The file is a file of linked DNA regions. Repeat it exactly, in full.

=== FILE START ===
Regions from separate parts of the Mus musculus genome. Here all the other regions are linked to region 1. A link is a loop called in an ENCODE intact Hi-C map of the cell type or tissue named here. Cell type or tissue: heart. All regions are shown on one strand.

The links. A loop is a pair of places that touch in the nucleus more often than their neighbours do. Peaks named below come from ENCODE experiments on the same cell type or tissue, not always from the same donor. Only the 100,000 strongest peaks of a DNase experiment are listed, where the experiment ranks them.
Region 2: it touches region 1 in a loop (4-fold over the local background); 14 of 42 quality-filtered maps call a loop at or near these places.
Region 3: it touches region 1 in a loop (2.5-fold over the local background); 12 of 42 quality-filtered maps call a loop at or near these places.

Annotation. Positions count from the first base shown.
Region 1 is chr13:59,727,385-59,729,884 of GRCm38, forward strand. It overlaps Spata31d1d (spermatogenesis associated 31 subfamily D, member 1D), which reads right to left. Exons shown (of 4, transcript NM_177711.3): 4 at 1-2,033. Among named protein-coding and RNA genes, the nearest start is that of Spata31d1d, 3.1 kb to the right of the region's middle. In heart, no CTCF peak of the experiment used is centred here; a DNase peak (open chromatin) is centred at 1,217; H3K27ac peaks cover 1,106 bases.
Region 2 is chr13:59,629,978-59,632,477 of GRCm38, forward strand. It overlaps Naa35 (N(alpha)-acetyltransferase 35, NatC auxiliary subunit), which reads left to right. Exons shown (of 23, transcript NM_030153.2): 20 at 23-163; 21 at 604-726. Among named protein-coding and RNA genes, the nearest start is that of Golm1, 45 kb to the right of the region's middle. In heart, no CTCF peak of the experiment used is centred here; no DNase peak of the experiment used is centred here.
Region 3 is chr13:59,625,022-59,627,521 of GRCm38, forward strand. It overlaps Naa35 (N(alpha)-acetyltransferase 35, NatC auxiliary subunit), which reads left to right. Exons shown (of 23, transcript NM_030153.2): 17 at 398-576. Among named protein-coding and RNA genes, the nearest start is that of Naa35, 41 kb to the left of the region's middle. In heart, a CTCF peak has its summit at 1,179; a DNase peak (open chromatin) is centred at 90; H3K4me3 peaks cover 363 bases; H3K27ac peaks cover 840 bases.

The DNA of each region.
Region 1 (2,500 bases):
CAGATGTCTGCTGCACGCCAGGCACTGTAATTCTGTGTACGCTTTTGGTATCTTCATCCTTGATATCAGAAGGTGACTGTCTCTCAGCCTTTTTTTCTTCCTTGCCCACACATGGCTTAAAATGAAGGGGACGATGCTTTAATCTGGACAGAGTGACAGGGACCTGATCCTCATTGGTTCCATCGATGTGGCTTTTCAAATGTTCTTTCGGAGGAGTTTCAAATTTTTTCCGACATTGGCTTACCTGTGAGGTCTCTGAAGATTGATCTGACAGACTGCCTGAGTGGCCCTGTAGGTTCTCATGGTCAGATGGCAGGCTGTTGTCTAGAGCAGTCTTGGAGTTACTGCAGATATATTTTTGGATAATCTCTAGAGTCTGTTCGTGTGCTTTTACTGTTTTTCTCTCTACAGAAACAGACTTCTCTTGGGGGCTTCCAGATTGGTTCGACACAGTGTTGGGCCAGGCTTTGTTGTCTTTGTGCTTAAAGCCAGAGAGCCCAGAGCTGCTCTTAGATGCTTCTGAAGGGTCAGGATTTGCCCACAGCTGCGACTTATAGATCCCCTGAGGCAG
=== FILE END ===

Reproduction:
Regions from separate parts of the Mus musculus genome. Here all the other regions are linked to region 1. A link is a loop called in an ENCODE intact Hi-C map of the cell type or tissue named here. Cell type or tissue: heart. All regions are shown on one strand.

The links. A loop is a pair of places that touch in the nucleus more often than their neighbours do. Peaks named below come from ENCODE experiments on the same cell type or tissue, not always from the same donor. Only the 100,000 strongest peaks of a DNase experiment are listed, where the experiment ranks them.
Region 2: it touches region 1 in a loop (4-fold over the local background); 14 of 42 quality-filtered maps call a loop at or near these places.
Region 3: it touches region 1 in a loop (2.5-fold over the local background); 12 of 42 quality-filtered maps call a loop at or near these places.

Annotation. Positions count from the first base shown.
Region 1 is chr13:59,727,385-59,729,884 of GRCm38, forward strand. It overlaps Spata31d1d (spermatogenesis associated 31 subfamily D, member 1D), which reads right to left. Exons shown (of 4, transcript NM_177711.3): 4 at 1-2,033. Among named protein-coding and RNA genes, the nearest start is that of Spata31d1d, 3.1 kb to the right of the region's middle. In heart, no CTCF peak of the experiment used is centred here; a DNase peak (open chromatin) is centred at 1,217; H3K27ac peaks cover 1,106 bases.
Region 2 is chr13:59,629,978-59,632,477 of GRCm38, forward strand. It overlaps Naa35 (N(alpha)-acetyltransferase 35, NatC auxiliary subunit), which reads left to right. Exons shown (of 23, transcript NM_030153.2): 20 at 23-163; 21 at 604-726. Among named protein-coding and RNA genes, the nearest start is that of Golm1, 45 kb to the right of the region's middle. In heart, no CTCF peak of the experiment used is centred here; no DNase peak of the experiment used is centred here.
Region 3 is chr13:59,625,022-59,627,521 of GRCm38, forward strand. It overlaps Naa35 (N(alpha)-acetyltransferase 35, NatC auxiliary subunit), which reads left to right. Exons shown (of 23, transcript NM_030153.2): 17 at 398-576. Among named protein-coding and RNA genes, the nearest start is that of Naa35, 41 kb to the left of the region's middle. In heart, a CTCF peak has its summit at 1,179; a DNase peak (open chromatin) is centred at 90; H3K4me3 peaks cover 363 bases; H3K27ac peaks cover 840 bases.

The DNA of each region.
Region 1 (2,500 bases):
CAGATGTCTGCTGCACGCCAGGCACTGTAATTCTGTGTACGCTTTTGGTATCTTCATCCTTGATATCAGAAGGTGACTGTCTCTCAGCCTTTTTTTCTTCCTTGCCCACACATGGCTTAAAATGAAGGGGACGATGCTTTAATCTGGACAGAGTGACAGGGACCTGATCCTCATTGGTTCCATCGATGTGGCTTTTCAAATGTTCTTTCGGAGGAGTTTCAAATTTTTTCCGACATTGGCTTACCTGTGAGGTCTCTGAAGATTGATCTGACAGACTGCCTGAGTGGCCCTGTAGGTTCTCATGGTCAGATGGCAGGCTGTTGTCTAGAGCAGTCTTGGAGTTACTGCAGATATATTTTTGGATAATCTCTAGAGTCTGTTCGTGTGCTTTTACTGTTTTTCTCTCTACAGAAACAGACTTCTCTTGGGGGCTTCCAGATTGGTTCGACACAGTGTTGGGCCAGGCTTTGTTGTCTTTGTGCTTAAAGCCAGAGAGCCCAGAGCTGCTCTTAGATGCTTCTGAAGGGTCAGGATTTGCCCACAGCTGCGACTTATAGATCCCCTGAGGCAG